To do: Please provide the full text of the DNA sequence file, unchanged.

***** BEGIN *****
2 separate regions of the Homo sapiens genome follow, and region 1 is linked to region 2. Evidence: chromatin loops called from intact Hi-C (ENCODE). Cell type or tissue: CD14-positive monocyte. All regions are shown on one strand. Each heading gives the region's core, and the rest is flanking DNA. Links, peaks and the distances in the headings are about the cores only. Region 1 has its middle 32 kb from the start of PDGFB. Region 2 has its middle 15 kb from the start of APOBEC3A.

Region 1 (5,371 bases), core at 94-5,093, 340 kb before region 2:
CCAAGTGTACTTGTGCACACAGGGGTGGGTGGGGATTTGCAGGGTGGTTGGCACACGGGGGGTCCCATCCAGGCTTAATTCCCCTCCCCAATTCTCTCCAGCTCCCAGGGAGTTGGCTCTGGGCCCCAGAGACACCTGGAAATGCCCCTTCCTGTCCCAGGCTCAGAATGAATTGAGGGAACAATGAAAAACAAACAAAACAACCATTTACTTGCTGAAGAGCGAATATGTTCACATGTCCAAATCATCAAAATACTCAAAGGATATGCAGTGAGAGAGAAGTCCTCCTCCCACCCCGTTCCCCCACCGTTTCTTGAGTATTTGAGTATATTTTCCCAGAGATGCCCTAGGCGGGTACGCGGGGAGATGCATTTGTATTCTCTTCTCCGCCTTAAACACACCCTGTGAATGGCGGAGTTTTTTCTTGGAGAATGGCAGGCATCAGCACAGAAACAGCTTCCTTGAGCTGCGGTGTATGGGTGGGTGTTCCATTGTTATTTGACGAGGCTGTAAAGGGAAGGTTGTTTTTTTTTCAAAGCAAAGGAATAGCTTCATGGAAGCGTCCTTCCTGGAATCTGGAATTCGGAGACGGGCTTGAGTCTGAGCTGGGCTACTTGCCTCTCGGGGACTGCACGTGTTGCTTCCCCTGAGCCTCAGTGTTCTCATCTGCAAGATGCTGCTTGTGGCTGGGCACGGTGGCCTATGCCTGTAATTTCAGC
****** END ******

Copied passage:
2 separate regions of the Homo sapiens genome follow, and region 1 is linked to region 2. Evidence: chromatin loops called from intact Hi-C (ENCODE). Cell type or tissue: CD14-positive monocyte. All regions are shown on one strand. Each heading gives the region's core, and the rest is flanking DNA. Links, peaks and the distances in the headings are about the cores only. Region 1 has its middle 32 kb from the start of PDGFB. Region 2 has its middle 15 kb from the start of APOBEC3A.

Region 1 (5,371 bases), core at 94-5,093, 340 kb before region 2:
CCAAGTGTACTTGTGCACACAGGGGTGGGTGGGGATTTGCAGGGTGGTTGGCACACGGGGGGTCCCATCCAGGCTTAATTCCCCTCCCCAATTCTCTCCAGCTCCCAGGGAGTTGGCTCTGGGCCCCAGAGACACCTGGAAATGCCCCTTCCTGTCCCAGGCTCAGAATGAATTGAGGGAACAATGAAAAACAAACAAAACAACCATTTACTTGCTGAAGAGCGAATATGTTCACATGTCCAAATCATCAAAATACTCAAAGGATATGCAGTGAGAGAGAAGTCCTCCTCCCACCCCGTTCCCCCACCGTTTCTTGAGTATTTGAGTATATTTTCCCAGAGATGCCCTAGGCGGGTACGCGGGGAGATGCATTTGTATTCTCTTCTCCGCCTTAAACACACCCTGTGAATGGCGGAGTTTTTTCTTGGAGAATGGCAGGCATCAGCACAGAAACAGCTTCCTTGAGCTGCGGTGTATGGGTGGGTGTTCCATTGTTATTTGACGAGGCTGTAAAGGGAAGGTTGTTTTTTTTTCAAAGCAAAGGAATAGCTTCATGGAAGCGTCCTTCCTGGAATCTGGAATTCGGAGACGGGCTTGAGTCTGAGCTGGGCTACTTGCCTCTCGGGGACTGCACGTGTTGCTTCCCCTGAGCCTCAGTGTTCTCATCTGCAAGATGCTGCTTGTGGCTGGGCACGGTGGCCTATGCCTGTAATTTCAGC